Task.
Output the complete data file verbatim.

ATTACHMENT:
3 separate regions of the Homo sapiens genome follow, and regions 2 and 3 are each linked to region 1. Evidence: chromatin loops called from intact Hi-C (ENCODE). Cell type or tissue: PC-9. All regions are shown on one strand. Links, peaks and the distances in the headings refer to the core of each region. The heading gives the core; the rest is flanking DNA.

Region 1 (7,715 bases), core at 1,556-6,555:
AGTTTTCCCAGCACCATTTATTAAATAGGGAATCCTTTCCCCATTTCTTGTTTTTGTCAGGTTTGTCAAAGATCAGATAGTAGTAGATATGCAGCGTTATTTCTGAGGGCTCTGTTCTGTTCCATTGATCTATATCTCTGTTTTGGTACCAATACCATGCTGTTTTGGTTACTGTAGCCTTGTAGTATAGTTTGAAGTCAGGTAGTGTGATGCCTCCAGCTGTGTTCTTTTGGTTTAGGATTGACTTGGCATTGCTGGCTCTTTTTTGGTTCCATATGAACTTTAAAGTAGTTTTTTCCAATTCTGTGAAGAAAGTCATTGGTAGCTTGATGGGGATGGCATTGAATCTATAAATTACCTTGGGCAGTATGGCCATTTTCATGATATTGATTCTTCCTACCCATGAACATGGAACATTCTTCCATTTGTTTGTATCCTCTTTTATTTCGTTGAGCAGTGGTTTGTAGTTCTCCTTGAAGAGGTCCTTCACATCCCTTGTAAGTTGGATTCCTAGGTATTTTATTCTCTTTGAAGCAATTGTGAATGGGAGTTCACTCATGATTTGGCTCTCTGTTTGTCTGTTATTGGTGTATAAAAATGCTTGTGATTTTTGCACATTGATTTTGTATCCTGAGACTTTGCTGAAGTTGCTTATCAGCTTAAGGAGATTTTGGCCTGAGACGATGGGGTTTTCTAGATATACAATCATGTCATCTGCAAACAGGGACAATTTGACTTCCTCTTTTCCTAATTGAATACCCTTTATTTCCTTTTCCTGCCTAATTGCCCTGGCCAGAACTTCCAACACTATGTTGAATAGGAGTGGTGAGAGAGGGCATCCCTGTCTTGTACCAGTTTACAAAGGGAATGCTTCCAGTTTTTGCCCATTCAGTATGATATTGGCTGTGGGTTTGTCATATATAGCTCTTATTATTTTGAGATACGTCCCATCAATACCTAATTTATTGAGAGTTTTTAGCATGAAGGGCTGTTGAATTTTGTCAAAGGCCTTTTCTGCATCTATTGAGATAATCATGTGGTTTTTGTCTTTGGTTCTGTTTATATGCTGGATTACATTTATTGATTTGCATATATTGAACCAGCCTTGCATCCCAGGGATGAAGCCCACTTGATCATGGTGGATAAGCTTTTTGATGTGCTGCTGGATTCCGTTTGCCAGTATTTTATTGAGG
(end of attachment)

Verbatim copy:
3 separate regions of the Homo sapiens genome follow, and regions 2 and 3 are each linked to region 1. Evidence: chromatin loops called from intact Hi-C (ENCODE). Cell type or tissue: PC-9. All regions are shown on one strand. Links, peaks and the distances in the headings refer to the core of each region. The heading gives the core; the rest is flanking DNA.

Region 1 (7,715 bases), core at 1,556-6,555:
AGTTTTCCCAGCACCATTTATTAAATAGGGAATCCTTTCCCCATTTCTTGTTTTTGTCAGGTTTGTCAAAGATCAGATAGTAGTAGATATGCAGCGTTATTTCTGAGGGCTCTGTTCTGTTCCATTGATCTATATCTCTGTTTTGGTACCAATACCATGCTGTTTTGGTTACTGTAGCCTTGTAGTATAGTTTGAAGTCAGGTAGTGTGATGCCTCCAGCTGTGTTCTTTTGGTTTAGGATTGACTTGGCATTGCTGGCTCTTTTTTGGTTCCATATGAACTTTAAAGTAGTTTTTTCCAATTCTGTGAAGAAAGTCATTGGTAGCTTGATGGGGATGGCATTGAATCTATAAATTACCTTGGGCAGTATGGCCATTTTCATGATATTGATTCTTCCTACCCATGAACATGGAACATTCTTCCATTTGTTTGTATCCTCTTTTATTTCGTTGAGCAGTGGTTTGTAGTTCTCCTTGAAGAGGTCCTTCACATCCCTTGTAAGTTGGATTCCTAGGTATTTTATTCTCTTTGAAGCAATTGTGAATGGGAGTTCACTCATGATTTGGCTCTCTGTTTGTCTGTTATTGGTGTATAAAAATGCTTGTGATTTTTGCACATTGATTTTGTATCCTGAGACTTTGCTGAAGTTGCTTATCAGCTTAAGGAGATTTTGGCCTGAGACGATGGGGTTTTCTAGATATACAATCATGTCATCTGCAAACAGGGACAATTTGACTTCCTCTTTTCCTAATTGAATACCCTTTATTTCCTTTTCCTGCCTAATTGCCCTGGCCAGAACTTCCAACACTATGTTGAATAGGAGTGGTGAGAGAGGGCATCCCTGTCTTGTACCAGTTTACAAAGGGAATGCTTCCAGTTTTTGCCCATTCAGTATGATATTGGCTGTGGGTTTGTCATATATAGCTCTTATTATTTTGAGATACGTCCCATCAATACCTAATTTATTGAGAGTTTTTAGCATGAAGGGCTGTTGAATTTTGTCAAAGGCCTTTTCTGCATCTATTGAGATAATCATGTGGTTTTTGTCTTTGGTTCTGTTTATATGCTGGATTACATTTATTGATTTGCATATATTGAACCAGCCTTGCATCCCAGGGATGAAGCCCACTTGATCATGGTGGATAAGCTTTTTGATGTGCTGCTGGATTCCGTTTGCCAGTATTTTATTGAGG